Saturday, 15 December 2012
Five questions after Connecticut shootings
1. President Obama's speech in the aftermath of the Connecticut killings was indeed impressive, particularly when he spoke of the children whose lives had been brutally snuffed out. Twenty lives ended before they'd properly begun - who wouldn't feel like weeping. Q: Did the president weep also for the 168 children killed in Pakistan since 2004 by drone bombs? Not to mention the civilians killed - somewhere between two and three thousand?
2. Every day in the US, thirty-four more people die in shooting incidents. If all human lives are equally valuable - and they are - then the president should have been weeping on a daily basis, especially as he has done nothing in the past four years to curb the gun lobby in the US. Is 26 people killed on the one spot by one person worse than 34 people killed by different people in a variety of areas?
3. At the last poll on the subject, only 25% of respondents in the US favoured a tightening of gun laws. This despite Columbine, Virginia Tech, Aurora and other appalling events. How and why is it that Americans appear not to get it? And are they likely to get it, now 20 small children have been slaughtered?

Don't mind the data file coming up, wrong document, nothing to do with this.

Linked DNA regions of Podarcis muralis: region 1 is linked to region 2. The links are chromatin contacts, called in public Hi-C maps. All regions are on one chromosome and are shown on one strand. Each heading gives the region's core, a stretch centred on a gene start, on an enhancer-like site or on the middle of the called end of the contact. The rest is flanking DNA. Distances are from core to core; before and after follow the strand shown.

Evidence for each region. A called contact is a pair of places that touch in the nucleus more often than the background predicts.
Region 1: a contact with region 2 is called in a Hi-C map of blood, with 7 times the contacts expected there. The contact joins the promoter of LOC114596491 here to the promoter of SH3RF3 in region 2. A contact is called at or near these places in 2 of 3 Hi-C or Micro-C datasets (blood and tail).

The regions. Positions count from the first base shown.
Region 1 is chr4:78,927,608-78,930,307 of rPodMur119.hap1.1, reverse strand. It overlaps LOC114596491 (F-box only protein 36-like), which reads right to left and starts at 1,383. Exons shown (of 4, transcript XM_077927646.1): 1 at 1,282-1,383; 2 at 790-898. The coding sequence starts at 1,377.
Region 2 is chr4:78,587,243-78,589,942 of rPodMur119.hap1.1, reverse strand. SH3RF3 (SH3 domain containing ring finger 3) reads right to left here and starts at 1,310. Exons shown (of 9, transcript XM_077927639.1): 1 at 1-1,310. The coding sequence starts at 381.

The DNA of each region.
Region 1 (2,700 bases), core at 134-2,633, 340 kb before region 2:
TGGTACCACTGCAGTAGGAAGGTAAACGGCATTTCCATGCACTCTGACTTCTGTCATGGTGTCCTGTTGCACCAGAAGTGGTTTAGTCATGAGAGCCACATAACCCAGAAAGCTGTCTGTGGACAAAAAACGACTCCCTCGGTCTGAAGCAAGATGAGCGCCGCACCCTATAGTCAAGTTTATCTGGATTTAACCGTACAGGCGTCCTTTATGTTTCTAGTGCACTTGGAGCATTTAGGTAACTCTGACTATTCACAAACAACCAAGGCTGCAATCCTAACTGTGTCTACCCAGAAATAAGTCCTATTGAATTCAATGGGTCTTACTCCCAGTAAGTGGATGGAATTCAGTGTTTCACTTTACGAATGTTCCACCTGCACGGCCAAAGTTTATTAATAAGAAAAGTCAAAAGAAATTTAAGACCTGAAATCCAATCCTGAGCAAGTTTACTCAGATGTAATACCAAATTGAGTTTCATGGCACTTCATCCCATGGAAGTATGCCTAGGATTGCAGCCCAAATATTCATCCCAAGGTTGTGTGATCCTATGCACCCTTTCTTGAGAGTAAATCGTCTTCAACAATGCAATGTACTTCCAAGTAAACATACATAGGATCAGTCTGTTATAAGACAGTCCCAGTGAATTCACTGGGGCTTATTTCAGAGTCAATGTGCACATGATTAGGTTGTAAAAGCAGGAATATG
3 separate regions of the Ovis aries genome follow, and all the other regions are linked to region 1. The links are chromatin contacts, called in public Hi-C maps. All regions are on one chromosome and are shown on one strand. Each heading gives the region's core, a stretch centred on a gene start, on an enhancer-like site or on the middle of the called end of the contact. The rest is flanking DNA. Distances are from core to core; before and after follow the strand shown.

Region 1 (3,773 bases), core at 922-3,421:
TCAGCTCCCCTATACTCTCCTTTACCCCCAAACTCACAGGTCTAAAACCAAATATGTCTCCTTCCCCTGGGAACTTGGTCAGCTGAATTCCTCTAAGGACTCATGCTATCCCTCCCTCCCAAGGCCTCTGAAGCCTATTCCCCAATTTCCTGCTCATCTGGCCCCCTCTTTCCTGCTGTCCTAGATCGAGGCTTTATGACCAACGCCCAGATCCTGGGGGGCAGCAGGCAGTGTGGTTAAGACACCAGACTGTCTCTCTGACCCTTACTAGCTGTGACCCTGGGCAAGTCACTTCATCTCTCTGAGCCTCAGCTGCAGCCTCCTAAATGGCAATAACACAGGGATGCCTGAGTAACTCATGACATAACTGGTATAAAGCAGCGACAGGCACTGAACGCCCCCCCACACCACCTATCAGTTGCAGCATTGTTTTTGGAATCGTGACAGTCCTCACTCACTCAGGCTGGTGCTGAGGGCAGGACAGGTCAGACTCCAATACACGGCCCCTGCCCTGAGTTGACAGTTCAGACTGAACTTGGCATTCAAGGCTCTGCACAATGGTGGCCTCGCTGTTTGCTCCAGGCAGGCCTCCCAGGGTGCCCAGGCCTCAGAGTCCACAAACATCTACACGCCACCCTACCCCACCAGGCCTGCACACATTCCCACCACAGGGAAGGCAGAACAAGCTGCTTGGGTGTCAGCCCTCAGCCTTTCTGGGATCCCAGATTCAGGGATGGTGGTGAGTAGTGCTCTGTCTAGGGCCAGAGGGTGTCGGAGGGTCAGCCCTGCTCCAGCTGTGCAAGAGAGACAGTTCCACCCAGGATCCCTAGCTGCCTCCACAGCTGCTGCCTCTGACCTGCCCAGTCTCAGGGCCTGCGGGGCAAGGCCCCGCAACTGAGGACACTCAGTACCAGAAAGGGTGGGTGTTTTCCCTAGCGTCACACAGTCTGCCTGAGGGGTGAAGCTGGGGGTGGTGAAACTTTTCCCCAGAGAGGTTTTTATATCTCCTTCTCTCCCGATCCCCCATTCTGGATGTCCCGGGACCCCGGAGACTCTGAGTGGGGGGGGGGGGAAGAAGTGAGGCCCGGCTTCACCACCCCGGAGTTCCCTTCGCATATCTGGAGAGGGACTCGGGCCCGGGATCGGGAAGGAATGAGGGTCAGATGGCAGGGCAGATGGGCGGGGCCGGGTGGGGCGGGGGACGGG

4. Shootings and killings are a central part of thousands of Hollywood movies. I was reared myself on a diet of Audie Murphy, Gary Cooper and Gene Autry. And how we all love just love Clint Eastwood when he says "I know what you're thinking. 'Did he fire six shots or only five?' Well, to tell you the truth, in all this excitement I kind of lost track myself. But being as this is a .44 Magnum, the most powerful handgun inthe world, and would blow your head clean off, you've got to ask yourself one question: Do I feel lucky? Well, do ya, punk?" My question: is this cinema diet really good for us?
5. There are 153,450 legally-held weapons in Northern Ireland. The youngest owner is 17, the oldest 103. Eight people own between 150 and 175 weapons each. Nearly 3,000 are held as 'personal protection weapons' by, among others, ex-PSNI and prison officers. So you've got to ask yourself one question: does a divided society need all those weapons in private hands? OK - make it two questions: are these weapons evenly distributed among unionists and nationalists. Because an imbalance would surely be alarming for the side without killing instruments.